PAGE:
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On This Day in Aviation History

On This Day in Aviation History

1912 – Jules Vedrines wins the Gordon Bennett Trophy by flying a world-record speed of 108 mph in his Monocoque Deperdussin monoplane (shown with crew) at Chicago, Ill. 1929 – First flight of the de Havilland DH.80A Puss Moth, a British three-seater high-wing monoplane. 1973 – Death of Sergei Konstantinovich Tumansky, Soviet aircraft engine designer. […]
On This Day in Aviation History

On This Day in Aviation History

1909 – British Army Aeroplane No. 1 (1A replica shown), with builder Samuel Franklin Cody at the controls, makes a sustained flight of more than an hour around Laffan’s Plain (Farnborough), travelling about 46 miles in 1 hour, 3 minutes; it is the first recorded cross-country flight in the UK. 1912 – Birth of James […]

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Stearman Fly-In Begins

Stearman Fly-In Begins

As brightly colored airplanes navigated the skies over Galesburg’s Municipal Airport in Illinois during the 44th National Stearman Fly-in, visitors on the ground were treated to  up-close views of the planes during tram tours along the flight line. Commander of Illinois AMVETS Post 8 Rich Vannatta volunteered his time to lead several of Monday’s tours, […]
On This Day in Aviation History

On This Day in Aviation History

1904 – Birth of Florence Gunderson Klingensmith, American aviator of the golden age of air racing, founding member of the Ninety-Nines (a women’s pilot group) and one of the first women to participate in air races with men. 1922 – Elizabeth “Bessie” Coleman (shown) makes her first appearance in an American airshow at Curtiss Field […]

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Looking Back: Project FICON

Looking Back: Project FICON

U.S. Navy aircraft carriers are a dominant presence in waters around the world, and interestingly enough, the Air Force once tried to make a flying version. During World War II, bomber aircraft could fly thousands of miles to their targets, unlike gas-guzzling fighters, which had much shorter ranges. This was a big problem for bombers, since they were sitting […]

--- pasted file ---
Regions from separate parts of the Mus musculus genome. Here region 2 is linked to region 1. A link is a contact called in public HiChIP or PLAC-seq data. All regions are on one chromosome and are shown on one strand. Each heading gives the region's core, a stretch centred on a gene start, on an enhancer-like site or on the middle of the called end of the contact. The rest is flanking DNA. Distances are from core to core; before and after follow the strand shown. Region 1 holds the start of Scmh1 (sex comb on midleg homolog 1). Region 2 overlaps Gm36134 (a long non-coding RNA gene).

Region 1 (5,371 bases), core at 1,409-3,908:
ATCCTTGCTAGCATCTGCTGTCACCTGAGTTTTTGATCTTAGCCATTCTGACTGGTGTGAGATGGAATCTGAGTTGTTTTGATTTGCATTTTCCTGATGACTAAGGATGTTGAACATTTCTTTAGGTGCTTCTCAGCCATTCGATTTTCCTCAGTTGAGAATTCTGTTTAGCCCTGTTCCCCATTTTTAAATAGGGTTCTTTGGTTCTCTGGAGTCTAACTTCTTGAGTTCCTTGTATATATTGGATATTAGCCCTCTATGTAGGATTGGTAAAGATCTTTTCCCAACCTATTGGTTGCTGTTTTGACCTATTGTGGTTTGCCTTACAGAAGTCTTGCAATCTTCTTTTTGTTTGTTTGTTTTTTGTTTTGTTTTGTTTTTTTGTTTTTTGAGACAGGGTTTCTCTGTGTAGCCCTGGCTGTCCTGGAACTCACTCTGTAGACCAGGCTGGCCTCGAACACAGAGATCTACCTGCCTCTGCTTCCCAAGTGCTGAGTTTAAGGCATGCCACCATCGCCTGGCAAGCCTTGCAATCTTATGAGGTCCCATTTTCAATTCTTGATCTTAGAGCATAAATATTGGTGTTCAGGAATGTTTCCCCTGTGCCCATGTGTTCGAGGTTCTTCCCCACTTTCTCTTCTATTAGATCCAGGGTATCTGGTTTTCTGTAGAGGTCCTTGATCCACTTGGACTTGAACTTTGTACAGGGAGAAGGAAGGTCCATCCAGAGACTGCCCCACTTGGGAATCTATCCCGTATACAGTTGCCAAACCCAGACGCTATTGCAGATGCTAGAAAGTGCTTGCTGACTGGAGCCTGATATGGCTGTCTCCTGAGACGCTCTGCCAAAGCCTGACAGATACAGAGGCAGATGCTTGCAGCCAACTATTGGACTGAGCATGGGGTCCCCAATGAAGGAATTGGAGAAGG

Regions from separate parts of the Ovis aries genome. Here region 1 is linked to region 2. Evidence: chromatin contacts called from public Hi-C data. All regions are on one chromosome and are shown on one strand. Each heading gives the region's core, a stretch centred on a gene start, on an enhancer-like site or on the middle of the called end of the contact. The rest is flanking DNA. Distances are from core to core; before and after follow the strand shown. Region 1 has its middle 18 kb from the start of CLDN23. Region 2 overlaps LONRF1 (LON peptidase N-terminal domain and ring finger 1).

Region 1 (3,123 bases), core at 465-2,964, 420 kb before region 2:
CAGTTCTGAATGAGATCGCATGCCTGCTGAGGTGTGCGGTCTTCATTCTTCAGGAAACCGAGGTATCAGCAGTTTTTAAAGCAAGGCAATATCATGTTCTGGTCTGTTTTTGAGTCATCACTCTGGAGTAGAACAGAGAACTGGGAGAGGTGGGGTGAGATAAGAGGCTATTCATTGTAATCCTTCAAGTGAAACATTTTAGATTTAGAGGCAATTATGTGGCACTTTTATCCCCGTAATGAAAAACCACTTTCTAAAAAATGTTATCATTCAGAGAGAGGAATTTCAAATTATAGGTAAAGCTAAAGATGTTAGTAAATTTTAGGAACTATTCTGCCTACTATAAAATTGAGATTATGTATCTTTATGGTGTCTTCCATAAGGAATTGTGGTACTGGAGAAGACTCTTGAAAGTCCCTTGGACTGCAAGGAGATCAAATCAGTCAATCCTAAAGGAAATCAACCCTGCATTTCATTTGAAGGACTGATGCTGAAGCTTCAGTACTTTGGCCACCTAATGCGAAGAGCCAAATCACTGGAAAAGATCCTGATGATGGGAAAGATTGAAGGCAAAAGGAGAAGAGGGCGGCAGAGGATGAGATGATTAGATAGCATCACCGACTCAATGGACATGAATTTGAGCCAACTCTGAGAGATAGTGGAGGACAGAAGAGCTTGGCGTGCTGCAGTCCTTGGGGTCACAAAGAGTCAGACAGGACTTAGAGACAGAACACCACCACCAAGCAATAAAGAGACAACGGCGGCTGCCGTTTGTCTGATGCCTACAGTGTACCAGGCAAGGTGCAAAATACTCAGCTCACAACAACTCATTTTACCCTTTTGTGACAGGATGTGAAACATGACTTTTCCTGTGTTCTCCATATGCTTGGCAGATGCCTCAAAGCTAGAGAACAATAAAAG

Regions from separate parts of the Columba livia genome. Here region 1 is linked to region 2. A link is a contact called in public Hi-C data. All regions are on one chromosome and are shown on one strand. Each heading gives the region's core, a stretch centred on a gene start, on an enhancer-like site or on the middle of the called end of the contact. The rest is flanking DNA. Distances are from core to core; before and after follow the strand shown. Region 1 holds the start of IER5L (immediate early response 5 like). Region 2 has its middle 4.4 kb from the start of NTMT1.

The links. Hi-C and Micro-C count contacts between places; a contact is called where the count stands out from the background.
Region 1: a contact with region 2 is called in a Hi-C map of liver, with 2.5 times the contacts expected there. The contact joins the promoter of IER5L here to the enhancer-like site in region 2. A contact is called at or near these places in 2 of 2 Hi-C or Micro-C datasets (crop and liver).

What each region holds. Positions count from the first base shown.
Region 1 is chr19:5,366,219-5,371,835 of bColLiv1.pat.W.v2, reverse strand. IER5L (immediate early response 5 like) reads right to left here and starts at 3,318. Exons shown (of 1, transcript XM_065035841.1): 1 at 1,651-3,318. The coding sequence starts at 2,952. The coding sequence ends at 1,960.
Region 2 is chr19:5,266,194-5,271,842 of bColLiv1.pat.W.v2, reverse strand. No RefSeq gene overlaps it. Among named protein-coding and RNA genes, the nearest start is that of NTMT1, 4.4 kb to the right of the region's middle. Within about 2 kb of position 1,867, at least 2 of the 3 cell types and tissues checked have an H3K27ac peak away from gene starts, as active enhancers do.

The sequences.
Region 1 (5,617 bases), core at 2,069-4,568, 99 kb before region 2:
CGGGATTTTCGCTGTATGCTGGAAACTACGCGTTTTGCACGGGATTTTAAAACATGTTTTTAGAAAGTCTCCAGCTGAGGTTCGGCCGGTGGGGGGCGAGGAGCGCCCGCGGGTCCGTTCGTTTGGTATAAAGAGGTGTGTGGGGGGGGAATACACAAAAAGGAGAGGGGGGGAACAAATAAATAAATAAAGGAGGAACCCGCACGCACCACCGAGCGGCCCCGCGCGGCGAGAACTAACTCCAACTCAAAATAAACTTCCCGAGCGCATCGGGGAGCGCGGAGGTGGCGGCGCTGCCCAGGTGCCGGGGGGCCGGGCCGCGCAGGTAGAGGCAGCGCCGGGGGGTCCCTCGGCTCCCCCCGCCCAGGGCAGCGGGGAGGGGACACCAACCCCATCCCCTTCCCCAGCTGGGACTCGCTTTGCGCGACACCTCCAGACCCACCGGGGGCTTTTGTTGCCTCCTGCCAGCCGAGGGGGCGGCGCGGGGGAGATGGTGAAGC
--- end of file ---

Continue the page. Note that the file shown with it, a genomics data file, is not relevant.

On This Day in Aviation History

On This Day in Aviation History

1937 – First flight of the Bell YFM-1 Airacuda, an American heavy fighter and the first such airplane built by Bell Aircraft Corp. 1961 – Birth of Christopher J. Ferguson, U.S. Navy fighter and test pilot as well as NASA astronaut. 1967 – The U. S. Navy’s first dedicated search-and-rescue squadron, Helicopter Combat Support Squadron 7 (HC-7), is commissioned at Atsugi, Japan; it operates […]

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A-10 Set to Compete with F-35

A-10 Set to Compete with F-35

Opponents of U.S. Air Force efforts to retire its Fairchild Republic A-10 Thunderbolt II have said the 40-year-old close-air support plane can outperform the Pentagon’s most advanced aircraft. It turns out the lumbering old plane, nicknamed the Warthog, will get a chance to prove it. The Air Force’s top general and the Pentagon’s chief weapons tester […]
Saving a Burning Jet

Saving a Burning Jet

On April 30, 2015, a Boeing RC-135V Rivet Joint belonging to the 343rd Reconnaissance Squadron, 55th Wing, suffered a major incident at Offutt Air Force Base in Nebraska. As the aircraft, using radio call sign “Snoop 71,” began the takeoff roll to start its mission in support of a special-operations training exercise, fire erupted behind the galley. Described […]

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On This Day in Aviation History

On This Day in Aviation History

1883 – Birth of Otto Splitgerber, German World War I flying ace. 1939 – The Messerschmitt Me 209 sets a new world speed record of 469 mph. 1952 – The prototype English Electric Canberra B5 makes the first double transatlantic crossing by a jet, with a total time of just over 10 hours. 1975 – First flight of the McDonnell […]
USS Macon Crash Site Explored

USS Macon Crash Site Explored

Off the California coast lies the sunken wreckage of the U.S. Navy’s last flying aircraft carrier. The idea that the Navy had flying aircraft carriers is probably new to a lot of people. Imagine a nearly 800-foot “blimp” where five military airplanes can land and take off in midair.  Last week, a team of oceanographers got […]
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